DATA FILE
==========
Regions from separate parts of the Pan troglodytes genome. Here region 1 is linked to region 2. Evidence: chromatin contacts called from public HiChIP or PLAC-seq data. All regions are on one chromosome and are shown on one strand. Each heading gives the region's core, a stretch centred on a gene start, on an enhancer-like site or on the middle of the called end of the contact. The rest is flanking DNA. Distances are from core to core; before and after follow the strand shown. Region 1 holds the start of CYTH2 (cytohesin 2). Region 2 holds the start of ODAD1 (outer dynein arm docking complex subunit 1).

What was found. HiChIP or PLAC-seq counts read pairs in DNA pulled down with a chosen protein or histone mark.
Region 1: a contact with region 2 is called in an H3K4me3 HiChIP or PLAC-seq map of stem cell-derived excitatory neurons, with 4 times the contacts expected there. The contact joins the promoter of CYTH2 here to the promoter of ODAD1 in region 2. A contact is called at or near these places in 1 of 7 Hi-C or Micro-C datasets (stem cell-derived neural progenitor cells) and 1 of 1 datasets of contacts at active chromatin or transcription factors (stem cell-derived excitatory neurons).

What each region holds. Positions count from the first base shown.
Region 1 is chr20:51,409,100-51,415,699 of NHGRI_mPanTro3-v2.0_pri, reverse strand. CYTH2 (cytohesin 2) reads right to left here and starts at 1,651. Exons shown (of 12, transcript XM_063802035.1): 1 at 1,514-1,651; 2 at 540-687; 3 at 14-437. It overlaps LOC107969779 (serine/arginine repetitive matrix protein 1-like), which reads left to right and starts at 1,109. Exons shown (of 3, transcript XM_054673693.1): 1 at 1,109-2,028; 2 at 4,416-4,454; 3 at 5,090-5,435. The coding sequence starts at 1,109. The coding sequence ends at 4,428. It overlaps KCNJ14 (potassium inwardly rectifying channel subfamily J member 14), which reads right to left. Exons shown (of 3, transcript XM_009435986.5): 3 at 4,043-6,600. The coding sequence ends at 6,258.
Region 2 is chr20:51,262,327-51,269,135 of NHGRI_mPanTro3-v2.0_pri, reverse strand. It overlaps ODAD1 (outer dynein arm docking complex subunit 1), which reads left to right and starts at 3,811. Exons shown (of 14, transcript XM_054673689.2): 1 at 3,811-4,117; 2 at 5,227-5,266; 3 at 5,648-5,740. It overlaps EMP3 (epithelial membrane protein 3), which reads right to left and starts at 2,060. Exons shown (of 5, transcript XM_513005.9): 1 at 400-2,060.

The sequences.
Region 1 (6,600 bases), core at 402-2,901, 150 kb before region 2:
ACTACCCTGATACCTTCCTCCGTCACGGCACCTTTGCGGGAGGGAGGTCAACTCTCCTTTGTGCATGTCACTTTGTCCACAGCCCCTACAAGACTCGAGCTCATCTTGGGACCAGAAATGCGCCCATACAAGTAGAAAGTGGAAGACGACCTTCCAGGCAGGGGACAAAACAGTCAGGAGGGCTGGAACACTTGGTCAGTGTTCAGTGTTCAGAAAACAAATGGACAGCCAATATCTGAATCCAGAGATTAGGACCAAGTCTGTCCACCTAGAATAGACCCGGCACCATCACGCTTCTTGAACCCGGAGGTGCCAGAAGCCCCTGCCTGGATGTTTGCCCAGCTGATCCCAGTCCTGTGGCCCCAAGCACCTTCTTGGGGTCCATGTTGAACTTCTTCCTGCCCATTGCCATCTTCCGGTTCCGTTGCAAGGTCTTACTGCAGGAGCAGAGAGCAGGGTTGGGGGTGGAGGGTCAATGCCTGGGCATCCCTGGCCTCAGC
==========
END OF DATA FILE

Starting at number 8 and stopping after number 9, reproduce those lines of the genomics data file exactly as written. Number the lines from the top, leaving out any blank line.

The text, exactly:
Region 1 (6,600 bases), core at 402-2,901, 150 kb before region 2:
ACTACCCTGATACCTTCCTCCGTCACGGCACCTTTGCGGGAGGGAGGTCAACTCTCCTTTGTGCATGTCACTTTGTCCACAGCCCCTACAAGACTCGAGCTCATCTTGGGACCAGAAATGCGCCCATACAAGTAGAAAGTGGAAGACGACCTTCCAGGCAGGGGACAAAACAGTCAGGAGGGCTGGAACACTTGGTCAGTGTTCAGTGTTCAGAAAACAAATGGACAGCCAATATCTGAATCCAGAGATTAGGACCAAGTCTGTCCACCTAGAATAGACCCGGCACCATCACGCTTCTTGAACCCGGAGGTGCCAGAAGCCCCTGCCTGGATGTTTGCCCAGCTGATCCCAGTCCTGTGGCCCCAAGCACCTTCTTGGGGTCCATGTTGAACTTCTTCCTGCCCATTGCCATCTTCCGGTTCCGTTGCAAGGTCTTACTGCAGGAGCAGAGAGCAGGGTTGGGGGTGGAGGGTCAATGCCTGGGCATCCCTGGCCTCAGC